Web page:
It is a weird conundrum. Amongst friends and even strangers, salaries and earnings are rarely discussed in just about any culture. Not even is it considered gauche to outright ask what another person pulls in during a year, but even tangential discussions about insurance premiums, mortgage rates, or month to month bill payments are considered taboo. And rightfully so.
Yet the yearly salaries of professional athletes are basic knowledge for the avid or even minor sports fan. We haven’t heard a single NBA athlete specifically refer to his earnings on record in our entire time spent covering the sport, and yet you and every other member of the Bulls, Timberwolves, Knicks and Lakers’ message boards knows exactly how much money Carlos Boozer is owed next season ($16.8 million) even if he is waived by Chicago.
Speaking to Robert Craddock of Australian’s Courier Mail recently, Golden State Warriors center Andrew Bogut spoke up, if not necessarily out, about the oddity:
In the US, professional sportsmen have their wages published. Does that create problems?
That’s the issue. You play on a team and you have got two blokes who are free agents at the end of the year and they are trying to get their numbers up. They want to get paid the next year and, on top of that, you are trying to win games and keep team camaraderie.
What do you think of your salary being made public?
I disagree with the publishing of figures. The big paper in the States, The USA Today, actually has a lift-out every three or four months which has every professional athlete’s salary in every sport in America. You have a bunch of women cutting that out and following guys around at night clubs. It just creates a plethora of problems.
Bogut is correct about USA Today – before and even during the advent of the internet, the newspaper’s yearly NBA salaries list (usually released somewhere in the middle of the season) was something you’d typically buy two copies of, and keep around until the next year’s list came out.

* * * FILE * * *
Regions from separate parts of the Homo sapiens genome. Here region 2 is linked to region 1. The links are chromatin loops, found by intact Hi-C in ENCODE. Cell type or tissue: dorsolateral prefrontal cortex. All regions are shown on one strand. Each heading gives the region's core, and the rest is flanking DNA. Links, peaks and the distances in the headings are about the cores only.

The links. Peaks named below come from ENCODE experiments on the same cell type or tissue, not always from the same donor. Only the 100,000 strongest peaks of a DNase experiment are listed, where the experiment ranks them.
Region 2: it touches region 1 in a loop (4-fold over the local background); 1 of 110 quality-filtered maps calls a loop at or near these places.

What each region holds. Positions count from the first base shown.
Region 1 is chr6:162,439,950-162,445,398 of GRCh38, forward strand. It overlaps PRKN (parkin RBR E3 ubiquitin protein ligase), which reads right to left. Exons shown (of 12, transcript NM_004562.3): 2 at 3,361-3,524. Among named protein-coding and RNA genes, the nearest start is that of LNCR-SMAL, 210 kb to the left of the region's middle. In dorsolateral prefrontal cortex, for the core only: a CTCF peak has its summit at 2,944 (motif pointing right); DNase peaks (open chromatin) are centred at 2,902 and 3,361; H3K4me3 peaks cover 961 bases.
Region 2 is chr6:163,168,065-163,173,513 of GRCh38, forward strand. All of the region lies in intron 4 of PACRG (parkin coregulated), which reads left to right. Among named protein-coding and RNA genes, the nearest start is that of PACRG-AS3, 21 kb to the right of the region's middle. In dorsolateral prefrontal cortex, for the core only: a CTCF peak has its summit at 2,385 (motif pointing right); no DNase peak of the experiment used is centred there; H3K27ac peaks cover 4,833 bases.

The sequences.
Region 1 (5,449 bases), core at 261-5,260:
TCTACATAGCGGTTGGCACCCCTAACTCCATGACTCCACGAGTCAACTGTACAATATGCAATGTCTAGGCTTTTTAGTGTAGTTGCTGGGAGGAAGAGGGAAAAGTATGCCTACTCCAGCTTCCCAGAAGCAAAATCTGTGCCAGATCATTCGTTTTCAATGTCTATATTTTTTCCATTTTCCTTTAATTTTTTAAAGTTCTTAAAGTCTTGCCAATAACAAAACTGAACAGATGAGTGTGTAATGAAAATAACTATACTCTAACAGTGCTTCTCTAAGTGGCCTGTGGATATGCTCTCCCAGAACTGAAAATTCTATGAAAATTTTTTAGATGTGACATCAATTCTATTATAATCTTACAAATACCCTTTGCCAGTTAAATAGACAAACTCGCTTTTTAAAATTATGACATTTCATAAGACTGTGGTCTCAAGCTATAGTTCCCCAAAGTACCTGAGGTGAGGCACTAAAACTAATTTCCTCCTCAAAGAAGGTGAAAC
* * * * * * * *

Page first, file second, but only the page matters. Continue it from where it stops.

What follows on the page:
Getting away from the idea of a contract year or the groupie and/or hangers-on situation, the idea that we know exactly how much money Andrew Bogut is being paid this season ($14 million) and next ($12.9 million) and for the duration of his contract (two more years after that at just over $23 million) is a bit odd, but it’s essential.
It is strange that every salary is known, because every single NBA team goes out of its way to decline to specify the terms or length of a contract in their individual press releases. Almost immediately – via player, front office, or agent – the information will leak out to the media. From there, it gets compiled by the immaculate hand of Mark Deeks or the minds behind Basketball-Reference; or, in this geezer’s day, the wonderful Patricia Bender.
Why? Well, as the NBA has involved, knowing such things becomes more and more important.
It’s not about the novelty of Bill Russell making exactly a dollar more per season than Wilt Chamberlain, or the length of Magic Johnson’s 25-year contract, or the early 1990s weirdness that led to Jon Koncak and Hot Rod Williams making more per season than Michael Jordan. These days, it’s about formulating trades (for most NBA trading partners, especially midseason, the total current-year amount of the contracts have to closely resemble the other team’s offerings), understanding how well your team will be able to add free agents in the summer, and why your team might be declining to take on salary while in fear of the NBA’s luxury tax.
It’s true that players will perk their ears up during contract years, but as the NBA has become smarter and smarter and with the participants becoming ever more scrutinized, playing for stats and eventual cash isn’t nearly as big a problem as it was some 30-odd years ago. The groupie inference is true, there are entire message boards and online communities devoted to these sorts of things, but that’s just a function of the gig that has been made all the more easier by the internet’s continued growth – baseball players in the 1930s dealt with their era’s best attempts at those sort of lascivious, money-focused maneuvers.
Andrew Bogut isn’t boo-hooing the problem all that much, he’s likely well aware of the sort of trade off inherent in making $14 million this season and having just about every fan know it. Fans want to be smarter about the sport they love, and to do so (while drawing up dozens of hypothetical trades or planning for the perfect free agent summer) fans need information – and in the end it’s good for the fan to know that Andrew Bogut’s contract decreases each year, Klay Thompson is still on his rookie contract but could sign a maximum contract extension with his market value this fall, and that even with a four-year $44 million deal to his name, Stephen Curry remains one of the NBA’s great bargains.
It’s part of the give and take, and though the NBA doesn’t official sponsor such knowledge, we welcome the information.
- - - - - - -